Glaciers, puzzles, and beermosas: 10 offbeat unity ceremonies we adore

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10 Offbeat unity ceremonies as seen on @offbeatbride
The happiest log-cutting ceremony ever. Photo by Kristen Marie Photography

Unity cocktails, unity wine boxes, unity candles, unity science projects, and even unity sandwiches — damn we love us some uniting! We've rounded up a few of our newest offbeat unity ceremonies for your own ceremony schemes (including Keith and Corianton's lumberjack-inspired ceremony above!). Let's see what offbeat couples have been dreaming up.

Beer unity ceremonies

10 Offbeat unity ceremonies as seen on @offbeatbride

Meghan and Kristian also rocked a frosty mug for their unity cocktail.

Unity box letters

10 Offbeat unity ceremonies as seen on @offbeatbride
Makenna and Yvonne decided to include surprise letters from their wedding party into their unity box ceremony as an added bonus to when they open the box later.

Elemental ceremony

10 Offbeat unity ceremonies as seen on @offbeatbride

Karen and Frank's elven-inspired wedding featured a little ritual: an elemental unity ceremony. They utilized the elements of fire, earth, air, and water during their wedding, which fits beautifully with their other-worldly theme.

Hand-washing ceremony

10 Offbeat unity ceremonies as seen on @offbeatbride
By: jusuCC BY 2.0

Offbeat Bride reader Adrianne informed us about a special unity ceremony she did with her partner: a hand-washing ceremony with a bowl of water and flowers.

Vow-burying ceremony

10 Offbeat unity ceremonies as seen on @offbeatbride
Photo by Photos by Miss Ann

Tara and Landon exchanged vow books, which they read silently, and then adapted their unity ceremony from an Australian stone ceremony. The couple buried gemstone hearts (Tara's was rose quartz, Landon's was jade) in the glacier, symbolizing the bond of their marriage lasting through the ebb and flow of time. D'aw… brrrr.

Tree-planting ceremony

10 Offbeat unity ceremonies as seen on @offbeatbride

Sarah and James planted a special tree to honor their love:

Out in the woods, our celebrant did a blessing for us and we read our own vows before all of our guests tied a ribbon to a “wishing tree” and made a wish for us. Then, despite the horrible weather that day, we went out into the fields and planted our own cherry blossom tree. Some of the important women in our lives read “Thoughts In A Garden” by R. Gerhardt which was really fitting for our service. We can go visit our tree each year on our anniversary.

Unity puzzle

10 Offbeat unity ceremonies as seen on @offbeatbride

Clara & Justin had a Vesica Piscis puzzle for their unity ceremony, in which they placed each of the pieces together.

Unity blanket suture

10 Offbeat unity ceremonies as seen on @offbeatbride
Photo by Cat Norman

Let's hear how Megan and Tom linked up blankets, surgery, and grandma:

My grandma gave me a baby blanket 27 years ago and when I went to live in Prague, I cut it in half, giving Tom one half and keeping the other.

On our wedding day, we symbolically sutured the blanket back together with Tom's tools (he's training to be a surgeon). Grandma loved it.

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Comments on Glaciers, puzzles, and beermosas: 10 offbeat unity ceremonies we adore

  1. Sorta considering a handwashing ceremony just because I can’t get my ring on my finger unless it’s wet (the jeweler remembers me as “the girl with the knuckle”). But that’s probably not a great reason to choose a particular unity ritual! ^_^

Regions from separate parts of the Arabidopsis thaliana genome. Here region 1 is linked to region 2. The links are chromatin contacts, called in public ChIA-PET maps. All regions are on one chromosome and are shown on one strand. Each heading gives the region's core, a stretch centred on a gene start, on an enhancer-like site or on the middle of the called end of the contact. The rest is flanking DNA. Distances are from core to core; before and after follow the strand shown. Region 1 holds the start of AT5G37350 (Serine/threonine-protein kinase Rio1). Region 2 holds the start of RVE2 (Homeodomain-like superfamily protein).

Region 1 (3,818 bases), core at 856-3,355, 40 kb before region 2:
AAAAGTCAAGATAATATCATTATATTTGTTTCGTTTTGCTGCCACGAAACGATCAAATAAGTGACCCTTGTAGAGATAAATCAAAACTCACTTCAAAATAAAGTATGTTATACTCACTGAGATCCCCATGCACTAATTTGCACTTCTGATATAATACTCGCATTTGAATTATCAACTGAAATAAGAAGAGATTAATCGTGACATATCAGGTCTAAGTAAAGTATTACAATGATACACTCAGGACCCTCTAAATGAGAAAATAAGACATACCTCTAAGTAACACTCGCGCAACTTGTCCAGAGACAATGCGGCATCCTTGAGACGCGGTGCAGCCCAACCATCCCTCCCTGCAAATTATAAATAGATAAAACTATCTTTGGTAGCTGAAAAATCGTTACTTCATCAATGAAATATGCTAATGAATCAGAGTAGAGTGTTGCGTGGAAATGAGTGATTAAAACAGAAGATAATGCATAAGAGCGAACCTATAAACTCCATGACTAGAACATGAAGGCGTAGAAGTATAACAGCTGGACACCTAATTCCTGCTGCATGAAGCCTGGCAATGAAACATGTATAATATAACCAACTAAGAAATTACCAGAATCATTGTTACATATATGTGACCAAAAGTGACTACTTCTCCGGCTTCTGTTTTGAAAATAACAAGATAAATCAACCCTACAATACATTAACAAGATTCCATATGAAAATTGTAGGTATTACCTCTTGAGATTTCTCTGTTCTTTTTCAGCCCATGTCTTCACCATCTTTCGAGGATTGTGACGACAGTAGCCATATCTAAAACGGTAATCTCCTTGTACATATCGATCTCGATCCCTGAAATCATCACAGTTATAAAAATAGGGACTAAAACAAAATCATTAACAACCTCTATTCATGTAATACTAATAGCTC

2. My husband and I did a salt ceremony. We both loved the symbolism of salt and the idea of creating an unbreakable covenant with each other by mixing salt together (in times long past, some agreements were sealed by mixing salt, and the idea was that only when you could find and retrieve your own grains of salt [not possible] could the covenant be broken). After our wedding, we had so many people come up to us and tell us how much they loved it and how moved they were by it! One of my bridesmaids even said she was stealing the idea for her own wedding 🙂

    We wrote our own ceremony and had our officient use the following wording for our salt ceremony, which we performed after we read our vows and exchanged our rings:

    “The exchanging of rings and the reading of vows has seen that [Groom] and [Bride] are now bonded in matrimony! Friends, family, please stand as this couple – new in holy union – joins me in something a little different: a salt covenant.

    Salt is a simple mineral, but it’s also a divine substance. We often take it for granted, but think of all the amazing things salt can do: it can season, cure, and seal. It can flavor, purify, and preserve. All very important elements in a marriage. Salt is precious and symbolic of incorruptibility and permanence. And a covenant of salt signifies an everlasting – and unbreakable – bond. See, in biblical times, salt was used to seal contracts. Each person would bring with them a bag of salt, recite the details of their covenant, and then mix the grains of salt together.

    From that moment, the only way the contract could be broken is if both people could identify and retrieve their own individual grains of salt – a feat that is, of course, impossible. So once the covenant of salt is spoken and made, as it has been today, it is bound on earth and recorded in heaven.

    [Bride and Groom]: Just as these grains of salt are forever joined together, so too are your hearts and your lives.”

  3. We pulled the Master Sword from Ocarina of Time out of a Pedestal of Time that my husband built. And now the sword hangs on our wall.

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